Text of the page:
• I found this very interesting. I work on a Model M at work, and a Das Keyboard with the Cherry MX Brown switches at home. I was always a little disappointed in the Cherry switches, they feel slightly "gritty" or not as snappy, as the author of this article found as well. My next keyboard is likely to come from Unicomp now that you pointed it out!
      • Re:I bought one (Score:4, Informative)

        by Svartalf ( 2997 ) on Tuesday August 14, 2012 @10:30AM (#40984391) Homepage

        That's due to the switch design. An MX is a wiping gold plated contact design. Going to be feeling a bit "gritty" for starters. The bucking spring design was superior for tactile feedback- which is why I prefer a Model M "Clacker" over a Cherry keyswitch design- but I'll take a Cherry over the membrane contact and bubble switch designs since it's still superior over those.

    • by h4rr4r ( 612664 )

      Which version are they based on?
      The later lexmark units are inferior to the older 1391401.

    • I use this same keyboard for work and it is wonderful. It is slightly lighter than the Model M I was using before but feels the same while typing.

    • I've bought 3 ... it's the only thing I want to type on. I've had one for over 3 years and it seems indestructible. The key printing isn't rubbing off either.

      What's great is how they've become viral at work since I've brought mine in. It's great to hear the clickety-clack coming from other offices.

      Relevant to this article, I bought a Rosewill to try. The build quality is less-than-desirable, and I suppose I'll be trying out their warranty service with the referenced USB port issue. I've stopped buying

    • by Svartalf ( 2997 )

      Heh... When I found out about Unicomp I bought one of their keyboards- on the spot. Hoping to get it back out of storage soon. Keyboard I've got is nice, but the clacker's better by leaps and bounds.

    • At this point the Unicomp keyboards are a medicore Model M clone as far as I'm concerned. The build quality of the Model M keyboards was already slipping while being released under the Lexmark name. There is a noticable drop in keyboard feel if you compare a 1994 and 1995 model; there was a 1995 redesign to lower costs []. And judging from the two Unicomp samples I've tried, the quality kept dropping under their watch.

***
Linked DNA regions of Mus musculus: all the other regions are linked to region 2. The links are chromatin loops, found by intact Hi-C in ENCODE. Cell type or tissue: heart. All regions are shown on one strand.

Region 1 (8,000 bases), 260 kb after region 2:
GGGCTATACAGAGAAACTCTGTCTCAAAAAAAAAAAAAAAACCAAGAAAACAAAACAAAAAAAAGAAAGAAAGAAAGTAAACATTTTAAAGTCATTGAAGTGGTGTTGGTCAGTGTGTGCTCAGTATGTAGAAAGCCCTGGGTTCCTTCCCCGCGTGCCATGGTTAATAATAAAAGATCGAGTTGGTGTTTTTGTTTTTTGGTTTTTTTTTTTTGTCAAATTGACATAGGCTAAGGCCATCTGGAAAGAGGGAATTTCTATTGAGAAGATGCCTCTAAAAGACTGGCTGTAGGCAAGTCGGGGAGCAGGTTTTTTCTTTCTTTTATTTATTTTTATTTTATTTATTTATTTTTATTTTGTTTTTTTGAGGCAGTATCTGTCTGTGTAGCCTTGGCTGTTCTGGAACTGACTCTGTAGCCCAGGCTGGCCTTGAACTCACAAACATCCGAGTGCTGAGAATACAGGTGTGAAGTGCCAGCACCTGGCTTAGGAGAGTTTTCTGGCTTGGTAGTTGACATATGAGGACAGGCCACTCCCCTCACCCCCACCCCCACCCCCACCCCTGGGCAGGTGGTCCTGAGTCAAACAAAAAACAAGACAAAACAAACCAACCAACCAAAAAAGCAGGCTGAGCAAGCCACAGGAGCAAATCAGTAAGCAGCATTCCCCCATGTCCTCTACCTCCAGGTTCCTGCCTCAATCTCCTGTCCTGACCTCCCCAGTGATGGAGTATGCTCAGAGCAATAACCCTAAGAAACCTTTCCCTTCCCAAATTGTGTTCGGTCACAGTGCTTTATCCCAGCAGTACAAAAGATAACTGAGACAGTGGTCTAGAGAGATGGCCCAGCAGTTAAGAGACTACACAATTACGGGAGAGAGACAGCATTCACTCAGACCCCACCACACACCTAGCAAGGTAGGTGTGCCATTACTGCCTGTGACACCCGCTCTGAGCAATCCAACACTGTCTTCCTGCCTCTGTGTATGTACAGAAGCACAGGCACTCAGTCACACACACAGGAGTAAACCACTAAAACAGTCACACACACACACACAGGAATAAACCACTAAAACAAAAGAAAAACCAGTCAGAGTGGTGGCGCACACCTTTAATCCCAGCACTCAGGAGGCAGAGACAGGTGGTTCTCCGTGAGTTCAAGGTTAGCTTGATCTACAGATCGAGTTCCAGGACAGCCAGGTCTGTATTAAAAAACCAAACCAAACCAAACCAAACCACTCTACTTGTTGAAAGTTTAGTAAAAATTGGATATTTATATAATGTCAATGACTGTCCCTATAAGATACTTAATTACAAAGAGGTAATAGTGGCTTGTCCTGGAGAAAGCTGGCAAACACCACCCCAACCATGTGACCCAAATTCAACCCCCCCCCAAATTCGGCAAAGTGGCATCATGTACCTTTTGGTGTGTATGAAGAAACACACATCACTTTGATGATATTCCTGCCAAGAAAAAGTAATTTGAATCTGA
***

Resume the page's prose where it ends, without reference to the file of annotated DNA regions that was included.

• by maztuhblastah ( 745586 ) on Tuesday August 14, 2012 @10:51AM (#40984687) Journal

        All the old stuff is better. They just don't make it like they used to. Why back in $YEAR, they were durable and built to last, now $COMPANY's really gone down the drain...

        Or maybe that's just nostalgia... I always get those things confused.

        The "did the Model M quality drop" issue has been covered in depth at Geekhack and other places, and apart from a reduction of the metal back plate by (IIRC) a couple hundred grams, there aren't any substantial differences. (There was also a change in plastic makeup, for what people speculated to be regulatory reasons, but that's about it.) The reduction in weight corresponded in some people's minds -- yours included, apparently -- to a "reduction" in durability, but that's psychological. People perceive heavier things as being sturdier; it's the same reason why some audiophile companies add weights to their products.

        For me the reason to get a Unicomp board in addition to my used Ms was simple:

        Unicomp 0) still makes durable, reliable keyboards 1) actively employs people in the US 2) offers a warranty and repairs any Model M you bring them. None of those things are true if you buy a used Model M.

        • figured id chime in again and mention that yes, the warranty is absolutely valid. I had a 101 classic shipped with keys that were DOA (ctrl, alt, and numlock) and the turnaround from Lexington to Los Angeles was 3 days. The packaging was very well done, and the entire keyboard had been replaced for free along with an apology from an actual carbon lifeform over the phone.
          my spacesaver 104 with the windows keys feels a bit tighter than the 101 for keyclicks, but its not a bad thing. after 2 years of heav
        • by Svartalf ( 2997 )

          The problem lies in more of adapting the "old stuff" to the new. Upshot is that Unicomp's offering USB models along with USB models with the "eraser" mouse in it. Pretty useful for server settings and the like. I'll adapt my old Model M keyboards and the like as long as I can, but I'll buy a Unicomp as long as they are in business for a "newer" keyboard.

        • Re:I bought one (Score:5, Interesting)

          by spauldo ( 118058 ) on Tuesday August 14, 2012 @02:17PM (#40987077)

          None of those things are true if you buy a used Model M.

          I'm sure it's not an official policy, but I was missing a few keycaps off a Model M (a 1980s model) and shot off an email to Unicomp to ask them if I could buy just a few caps from them. I made it clear that I was expecting to pay for them.

          The guy emailed me back, asking what keycaps I was missing. I answered, and then didn't hear from him again. A week or so later, I get a small box in the mail with my keycaps.